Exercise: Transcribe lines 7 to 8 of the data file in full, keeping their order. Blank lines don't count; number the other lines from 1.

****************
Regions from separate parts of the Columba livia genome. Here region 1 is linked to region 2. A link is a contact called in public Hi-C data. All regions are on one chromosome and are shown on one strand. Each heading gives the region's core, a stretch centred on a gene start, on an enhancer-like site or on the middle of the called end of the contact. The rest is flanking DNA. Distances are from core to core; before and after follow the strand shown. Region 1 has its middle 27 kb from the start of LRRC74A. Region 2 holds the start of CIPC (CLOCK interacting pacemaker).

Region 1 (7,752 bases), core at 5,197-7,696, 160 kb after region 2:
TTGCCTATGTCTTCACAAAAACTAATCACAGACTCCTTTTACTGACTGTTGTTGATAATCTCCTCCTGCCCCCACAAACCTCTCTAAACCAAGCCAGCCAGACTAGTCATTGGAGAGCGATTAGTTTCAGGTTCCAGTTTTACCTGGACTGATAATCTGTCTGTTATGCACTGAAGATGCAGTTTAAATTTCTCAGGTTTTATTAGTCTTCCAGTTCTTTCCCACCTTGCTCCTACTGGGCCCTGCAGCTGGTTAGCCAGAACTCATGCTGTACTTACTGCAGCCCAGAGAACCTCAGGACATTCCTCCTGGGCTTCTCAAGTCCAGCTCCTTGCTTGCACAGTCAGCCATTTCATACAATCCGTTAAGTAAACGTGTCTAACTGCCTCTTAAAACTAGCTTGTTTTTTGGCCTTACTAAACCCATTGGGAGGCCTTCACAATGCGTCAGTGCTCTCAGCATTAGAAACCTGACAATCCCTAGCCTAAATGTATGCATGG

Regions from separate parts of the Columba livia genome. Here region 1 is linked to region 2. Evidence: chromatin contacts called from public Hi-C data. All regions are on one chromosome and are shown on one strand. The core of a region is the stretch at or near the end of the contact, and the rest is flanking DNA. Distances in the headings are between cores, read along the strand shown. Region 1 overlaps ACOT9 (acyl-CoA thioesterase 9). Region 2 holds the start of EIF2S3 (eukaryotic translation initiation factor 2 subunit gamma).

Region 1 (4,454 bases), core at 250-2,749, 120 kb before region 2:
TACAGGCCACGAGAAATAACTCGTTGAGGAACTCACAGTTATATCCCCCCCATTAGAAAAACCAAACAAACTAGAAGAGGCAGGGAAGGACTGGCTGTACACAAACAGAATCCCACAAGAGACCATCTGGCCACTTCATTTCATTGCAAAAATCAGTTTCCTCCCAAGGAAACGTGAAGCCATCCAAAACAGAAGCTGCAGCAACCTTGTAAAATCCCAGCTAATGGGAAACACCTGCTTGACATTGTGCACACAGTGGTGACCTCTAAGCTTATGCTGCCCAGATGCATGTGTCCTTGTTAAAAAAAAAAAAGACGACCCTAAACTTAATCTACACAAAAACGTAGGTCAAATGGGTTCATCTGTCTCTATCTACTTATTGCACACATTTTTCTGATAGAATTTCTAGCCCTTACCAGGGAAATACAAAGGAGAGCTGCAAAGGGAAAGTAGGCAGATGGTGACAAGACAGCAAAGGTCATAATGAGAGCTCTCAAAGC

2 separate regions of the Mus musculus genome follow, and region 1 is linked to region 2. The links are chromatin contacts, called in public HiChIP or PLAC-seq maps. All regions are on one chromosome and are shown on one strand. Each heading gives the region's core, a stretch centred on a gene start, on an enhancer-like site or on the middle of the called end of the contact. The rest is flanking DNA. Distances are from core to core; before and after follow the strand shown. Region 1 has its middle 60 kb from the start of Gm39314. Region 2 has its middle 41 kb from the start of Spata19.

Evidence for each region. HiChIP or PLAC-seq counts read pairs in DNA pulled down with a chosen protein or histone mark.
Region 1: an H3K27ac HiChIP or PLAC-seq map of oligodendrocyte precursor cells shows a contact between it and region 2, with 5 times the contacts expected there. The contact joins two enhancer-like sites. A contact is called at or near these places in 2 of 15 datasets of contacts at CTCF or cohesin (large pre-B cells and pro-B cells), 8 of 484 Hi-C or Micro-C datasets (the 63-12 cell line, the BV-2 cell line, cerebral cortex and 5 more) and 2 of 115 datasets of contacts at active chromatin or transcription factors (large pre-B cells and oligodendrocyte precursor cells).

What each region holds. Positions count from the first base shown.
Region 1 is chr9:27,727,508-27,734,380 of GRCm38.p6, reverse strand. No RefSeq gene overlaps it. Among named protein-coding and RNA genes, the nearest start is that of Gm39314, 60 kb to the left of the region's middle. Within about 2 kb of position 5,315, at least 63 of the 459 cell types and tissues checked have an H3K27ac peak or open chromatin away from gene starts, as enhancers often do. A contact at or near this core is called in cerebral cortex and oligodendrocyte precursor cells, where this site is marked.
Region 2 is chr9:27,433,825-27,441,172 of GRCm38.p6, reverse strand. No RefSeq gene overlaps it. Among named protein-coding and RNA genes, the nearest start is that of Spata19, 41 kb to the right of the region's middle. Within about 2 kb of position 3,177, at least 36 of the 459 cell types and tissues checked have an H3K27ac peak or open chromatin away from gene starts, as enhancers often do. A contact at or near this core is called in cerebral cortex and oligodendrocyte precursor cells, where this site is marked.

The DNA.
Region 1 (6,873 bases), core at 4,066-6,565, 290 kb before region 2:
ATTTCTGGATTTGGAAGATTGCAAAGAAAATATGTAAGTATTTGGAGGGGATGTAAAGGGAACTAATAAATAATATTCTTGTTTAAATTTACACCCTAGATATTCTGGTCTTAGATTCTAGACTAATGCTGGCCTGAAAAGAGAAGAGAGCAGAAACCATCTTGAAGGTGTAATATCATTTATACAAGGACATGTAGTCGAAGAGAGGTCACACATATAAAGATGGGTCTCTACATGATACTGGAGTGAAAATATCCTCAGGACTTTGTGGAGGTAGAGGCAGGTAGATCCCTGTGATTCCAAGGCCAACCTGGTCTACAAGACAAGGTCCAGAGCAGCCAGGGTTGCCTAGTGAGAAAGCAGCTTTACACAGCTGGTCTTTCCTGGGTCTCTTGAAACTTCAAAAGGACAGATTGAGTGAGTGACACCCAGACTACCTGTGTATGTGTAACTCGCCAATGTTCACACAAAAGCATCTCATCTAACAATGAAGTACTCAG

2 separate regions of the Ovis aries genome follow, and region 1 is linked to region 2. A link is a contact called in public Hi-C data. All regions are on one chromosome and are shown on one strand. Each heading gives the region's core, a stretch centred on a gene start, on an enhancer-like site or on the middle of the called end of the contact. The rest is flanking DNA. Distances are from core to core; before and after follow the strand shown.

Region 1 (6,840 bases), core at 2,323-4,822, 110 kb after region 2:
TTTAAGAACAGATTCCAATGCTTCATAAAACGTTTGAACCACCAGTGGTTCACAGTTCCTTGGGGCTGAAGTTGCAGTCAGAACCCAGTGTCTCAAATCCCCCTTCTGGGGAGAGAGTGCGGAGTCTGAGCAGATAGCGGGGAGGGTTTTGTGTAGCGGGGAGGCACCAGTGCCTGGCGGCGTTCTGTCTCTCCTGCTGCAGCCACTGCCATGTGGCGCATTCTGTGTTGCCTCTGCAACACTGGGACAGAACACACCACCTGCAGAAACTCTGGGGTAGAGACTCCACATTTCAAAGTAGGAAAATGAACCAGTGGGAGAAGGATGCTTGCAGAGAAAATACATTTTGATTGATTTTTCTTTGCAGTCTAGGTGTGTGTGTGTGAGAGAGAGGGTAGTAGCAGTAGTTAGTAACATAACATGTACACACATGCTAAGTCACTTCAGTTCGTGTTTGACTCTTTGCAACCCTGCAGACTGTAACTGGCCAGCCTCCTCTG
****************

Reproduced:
2 separate regions of the Mus musculus genome follow, and region 1 is linked to region 2. The links are chromatin contacts, called in public HiChIP or PLAC-seq maps. All regions are on one chromosome and are shown on one strand. Each heading gives the region's core, a stretch centred on a gene start, on an enhancer-like site or on the middle of the called end of the contact. The rest is flanking DNA. Distances are from core to core; before and after follow the strand shown. Region 1 has its middle 60 kb from the start of Gm39314. Region 2 has its middle 41 kb from the start of Spata19.

Evidence for each region. HiChIP or PLAC-seq counts read pairs in DNA pulled down with a chosen protein or histone mark.